Tuesday, May 20, 2014

Politics and Climate Change





Scientific evidence that climate change is real and raising havoc with our collective lives has been steadily mounting. This is all the more clear given recent reports emanating from many quarters,

 




 

the Potsdam Institute for Climate Impact Research, on the impending collapse of the East Antarctic Ice Shelf. Even conservative columnist David Brooks believes we need to institute a global carbon tax with rebates shared with those on the bottom end of the inequality ladder.



But if we read our local newspaper or listen to newscasts we find a vacuum of serious discussion about anything we might do to mitigate this global disaster or adapt to challenges facing the human family. There is nothing visible in the Michigan legislature or executive branch showing any real leadership on the issue. What is going on in local city or county government is a mystery. 

From my vantage point I see no local or state official who sees this worthy of their time. Perhaps the problem is the human inability to fathom the impacts of parts-per-billion or with projections longer than daily stock reports. Perhaps the size and complexity of the threat has so many in positions of leadership frozen in their tracks. Perhaps we have a predisposition to look for a silver bullet, usually one that has a technological sheen to it, that we’re waiting to arrive gift-wrapped on our doorstep.

Regardless, we can no longer use denial as an excuse, and what the best science can tell us is that once we reach a certain tipping point, the genie cannot be put back into the bottle for hundreds if not thousands of years. So how might we move from our catatonic state into one that begins to face and address the challenges? What are the possibilities and how might we unleash the creative juices of the human family to dream up new solutions?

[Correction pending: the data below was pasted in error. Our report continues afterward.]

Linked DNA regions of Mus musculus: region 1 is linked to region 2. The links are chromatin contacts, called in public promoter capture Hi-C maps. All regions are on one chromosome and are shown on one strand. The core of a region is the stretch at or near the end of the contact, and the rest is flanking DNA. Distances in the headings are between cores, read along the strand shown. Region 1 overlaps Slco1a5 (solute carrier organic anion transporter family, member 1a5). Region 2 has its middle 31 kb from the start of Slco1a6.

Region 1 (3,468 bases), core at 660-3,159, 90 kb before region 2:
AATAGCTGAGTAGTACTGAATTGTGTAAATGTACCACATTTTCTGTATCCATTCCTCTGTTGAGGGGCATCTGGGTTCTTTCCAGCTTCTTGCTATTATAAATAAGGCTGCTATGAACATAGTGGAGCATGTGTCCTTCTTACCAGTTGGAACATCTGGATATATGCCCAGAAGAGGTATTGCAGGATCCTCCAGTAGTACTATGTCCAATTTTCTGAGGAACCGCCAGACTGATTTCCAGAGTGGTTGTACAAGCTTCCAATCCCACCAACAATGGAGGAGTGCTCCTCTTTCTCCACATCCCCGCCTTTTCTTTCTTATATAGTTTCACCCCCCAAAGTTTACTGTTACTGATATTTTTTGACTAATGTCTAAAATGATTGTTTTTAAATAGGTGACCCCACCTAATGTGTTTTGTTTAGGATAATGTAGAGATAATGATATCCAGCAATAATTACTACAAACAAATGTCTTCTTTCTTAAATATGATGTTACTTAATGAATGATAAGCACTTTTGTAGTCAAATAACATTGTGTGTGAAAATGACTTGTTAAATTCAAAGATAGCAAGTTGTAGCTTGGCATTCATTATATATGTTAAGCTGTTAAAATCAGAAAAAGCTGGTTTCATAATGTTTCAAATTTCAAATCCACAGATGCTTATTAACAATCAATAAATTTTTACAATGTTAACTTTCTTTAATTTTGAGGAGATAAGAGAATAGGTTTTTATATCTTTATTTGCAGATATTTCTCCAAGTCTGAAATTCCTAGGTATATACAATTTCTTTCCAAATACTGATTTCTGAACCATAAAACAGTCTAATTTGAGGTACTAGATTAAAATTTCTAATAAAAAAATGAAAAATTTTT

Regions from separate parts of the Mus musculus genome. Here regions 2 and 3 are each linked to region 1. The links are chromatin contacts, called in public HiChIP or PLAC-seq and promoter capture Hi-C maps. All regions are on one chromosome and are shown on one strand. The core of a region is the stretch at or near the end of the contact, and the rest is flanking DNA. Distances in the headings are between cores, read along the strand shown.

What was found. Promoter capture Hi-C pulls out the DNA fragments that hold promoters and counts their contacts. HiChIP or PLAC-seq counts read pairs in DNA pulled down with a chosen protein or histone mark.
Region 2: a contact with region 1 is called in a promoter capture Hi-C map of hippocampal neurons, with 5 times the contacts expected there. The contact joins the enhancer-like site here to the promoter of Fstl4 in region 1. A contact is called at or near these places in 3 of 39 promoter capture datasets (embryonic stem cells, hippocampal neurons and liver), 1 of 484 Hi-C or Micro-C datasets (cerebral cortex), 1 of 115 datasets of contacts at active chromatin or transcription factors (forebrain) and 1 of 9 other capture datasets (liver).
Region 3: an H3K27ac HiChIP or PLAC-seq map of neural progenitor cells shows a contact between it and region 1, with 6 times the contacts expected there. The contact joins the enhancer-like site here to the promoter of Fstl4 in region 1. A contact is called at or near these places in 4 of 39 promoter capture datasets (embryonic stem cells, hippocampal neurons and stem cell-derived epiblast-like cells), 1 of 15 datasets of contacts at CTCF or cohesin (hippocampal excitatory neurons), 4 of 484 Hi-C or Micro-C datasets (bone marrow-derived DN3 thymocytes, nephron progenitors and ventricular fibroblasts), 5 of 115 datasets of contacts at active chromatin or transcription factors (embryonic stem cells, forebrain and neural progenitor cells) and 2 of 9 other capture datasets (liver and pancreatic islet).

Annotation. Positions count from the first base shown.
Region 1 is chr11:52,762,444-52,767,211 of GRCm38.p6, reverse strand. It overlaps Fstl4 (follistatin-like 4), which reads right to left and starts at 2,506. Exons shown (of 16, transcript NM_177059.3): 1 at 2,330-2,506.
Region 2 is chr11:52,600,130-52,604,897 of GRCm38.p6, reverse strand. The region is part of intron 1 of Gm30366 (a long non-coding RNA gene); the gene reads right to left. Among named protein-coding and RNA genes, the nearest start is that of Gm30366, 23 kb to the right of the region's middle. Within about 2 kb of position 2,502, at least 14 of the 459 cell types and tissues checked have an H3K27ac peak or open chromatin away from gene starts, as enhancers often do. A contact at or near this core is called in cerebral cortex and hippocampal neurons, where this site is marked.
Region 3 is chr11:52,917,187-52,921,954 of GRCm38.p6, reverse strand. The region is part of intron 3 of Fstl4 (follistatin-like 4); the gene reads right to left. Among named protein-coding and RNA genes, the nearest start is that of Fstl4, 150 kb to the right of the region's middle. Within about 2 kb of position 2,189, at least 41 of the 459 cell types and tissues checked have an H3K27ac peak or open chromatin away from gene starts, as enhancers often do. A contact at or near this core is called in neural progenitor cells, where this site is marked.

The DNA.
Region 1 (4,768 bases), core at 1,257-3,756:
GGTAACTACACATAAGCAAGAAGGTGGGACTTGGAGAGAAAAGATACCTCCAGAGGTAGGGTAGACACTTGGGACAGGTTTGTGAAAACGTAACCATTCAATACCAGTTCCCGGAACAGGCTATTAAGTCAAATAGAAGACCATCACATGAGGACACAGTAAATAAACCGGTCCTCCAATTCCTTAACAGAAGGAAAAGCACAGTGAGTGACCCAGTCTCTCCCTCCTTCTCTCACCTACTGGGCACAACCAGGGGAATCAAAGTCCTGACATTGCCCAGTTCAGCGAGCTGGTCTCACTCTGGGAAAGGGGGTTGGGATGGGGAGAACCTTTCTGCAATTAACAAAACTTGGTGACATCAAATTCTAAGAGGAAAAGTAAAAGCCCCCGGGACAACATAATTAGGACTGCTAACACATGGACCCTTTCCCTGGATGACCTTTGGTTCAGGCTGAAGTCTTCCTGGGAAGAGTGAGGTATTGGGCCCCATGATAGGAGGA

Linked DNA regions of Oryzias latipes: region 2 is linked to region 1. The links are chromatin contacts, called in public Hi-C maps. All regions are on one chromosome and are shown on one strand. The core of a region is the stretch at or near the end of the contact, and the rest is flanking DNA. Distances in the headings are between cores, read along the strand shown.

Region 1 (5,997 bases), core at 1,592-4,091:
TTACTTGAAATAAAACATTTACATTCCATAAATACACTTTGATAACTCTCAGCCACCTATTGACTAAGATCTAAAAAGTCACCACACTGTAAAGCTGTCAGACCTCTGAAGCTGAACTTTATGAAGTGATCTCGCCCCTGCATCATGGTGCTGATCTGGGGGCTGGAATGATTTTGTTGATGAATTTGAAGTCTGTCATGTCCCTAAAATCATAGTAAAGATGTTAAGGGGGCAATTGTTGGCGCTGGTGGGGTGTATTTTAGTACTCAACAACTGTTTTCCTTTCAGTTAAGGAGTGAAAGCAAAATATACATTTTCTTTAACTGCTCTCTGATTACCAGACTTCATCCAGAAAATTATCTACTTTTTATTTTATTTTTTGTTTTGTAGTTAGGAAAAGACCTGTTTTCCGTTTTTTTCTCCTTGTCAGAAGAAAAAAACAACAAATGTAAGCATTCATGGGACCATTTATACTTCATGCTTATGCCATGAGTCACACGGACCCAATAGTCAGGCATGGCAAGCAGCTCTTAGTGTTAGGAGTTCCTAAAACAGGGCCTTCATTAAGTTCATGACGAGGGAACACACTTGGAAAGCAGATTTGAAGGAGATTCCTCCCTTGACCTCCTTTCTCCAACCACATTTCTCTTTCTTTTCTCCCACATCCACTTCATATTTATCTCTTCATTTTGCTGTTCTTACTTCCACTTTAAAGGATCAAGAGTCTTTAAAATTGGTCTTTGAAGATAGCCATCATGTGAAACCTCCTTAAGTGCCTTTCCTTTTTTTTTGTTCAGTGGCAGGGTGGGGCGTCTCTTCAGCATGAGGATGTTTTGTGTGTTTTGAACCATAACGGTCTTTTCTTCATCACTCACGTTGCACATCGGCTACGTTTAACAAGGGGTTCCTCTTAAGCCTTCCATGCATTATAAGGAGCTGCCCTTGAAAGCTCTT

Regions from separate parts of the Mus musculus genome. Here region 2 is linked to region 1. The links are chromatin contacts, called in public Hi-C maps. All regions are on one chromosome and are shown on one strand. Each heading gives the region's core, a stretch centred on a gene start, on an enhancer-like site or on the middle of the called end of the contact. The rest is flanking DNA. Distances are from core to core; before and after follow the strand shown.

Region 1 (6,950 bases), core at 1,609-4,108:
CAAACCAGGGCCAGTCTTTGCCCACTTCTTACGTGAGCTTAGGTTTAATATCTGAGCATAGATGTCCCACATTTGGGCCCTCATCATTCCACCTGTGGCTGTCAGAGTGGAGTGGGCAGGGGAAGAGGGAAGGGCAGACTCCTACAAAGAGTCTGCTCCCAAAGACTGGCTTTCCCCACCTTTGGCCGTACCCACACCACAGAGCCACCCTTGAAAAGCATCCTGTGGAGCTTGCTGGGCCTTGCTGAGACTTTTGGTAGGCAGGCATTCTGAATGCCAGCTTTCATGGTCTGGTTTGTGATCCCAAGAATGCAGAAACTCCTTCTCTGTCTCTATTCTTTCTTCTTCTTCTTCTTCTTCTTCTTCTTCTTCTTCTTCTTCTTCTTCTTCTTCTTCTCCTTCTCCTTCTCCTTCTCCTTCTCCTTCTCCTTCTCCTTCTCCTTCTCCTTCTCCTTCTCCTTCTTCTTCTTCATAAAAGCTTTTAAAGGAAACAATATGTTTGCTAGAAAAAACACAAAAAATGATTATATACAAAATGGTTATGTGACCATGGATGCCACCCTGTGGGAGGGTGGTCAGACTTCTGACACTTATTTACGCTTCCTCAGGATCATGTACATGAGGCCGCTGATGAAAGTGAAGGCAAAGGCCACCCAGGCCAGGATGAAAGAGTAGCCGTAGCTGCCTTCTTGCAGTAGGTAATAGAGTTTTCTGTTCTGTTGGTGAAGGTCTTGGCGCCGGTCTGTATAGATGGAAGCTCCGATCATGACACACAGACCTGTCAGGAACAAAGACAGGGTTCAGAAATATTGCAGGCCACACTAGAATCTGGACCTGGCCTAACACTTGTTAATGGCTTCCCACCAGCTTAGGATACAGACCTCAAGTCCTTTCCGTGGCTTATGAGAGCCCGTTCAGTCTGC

We know the most effective, fastest, and least expensive approach is to reduce our consumption of fossil fuels from production through disposal. We each are empowered to do so. Turn stuff off except when we’re actually using it. Insulate. Drop the thermostat a degree or two in the winter and raise it a degree or two in the summer. Drive less. Ask our government and businesses to do the same. One way or the other we will share the hardships of nature’s response, so why not start now and think of it as preventative medicine?

While individual actions definitely matter, policies can make better choices easier. The carbon tax with rebates based on income needs would transform the marketplace. Currently the market ignores the costs of climate change, shifting them onto not only future generations but those least able to adapt to the impacts now being felt. We need leadership. In this election year, we should ask every candidate for every office what they propose to do about it if they are elected. Their answers should determine which lever we pull in November. Time is wasting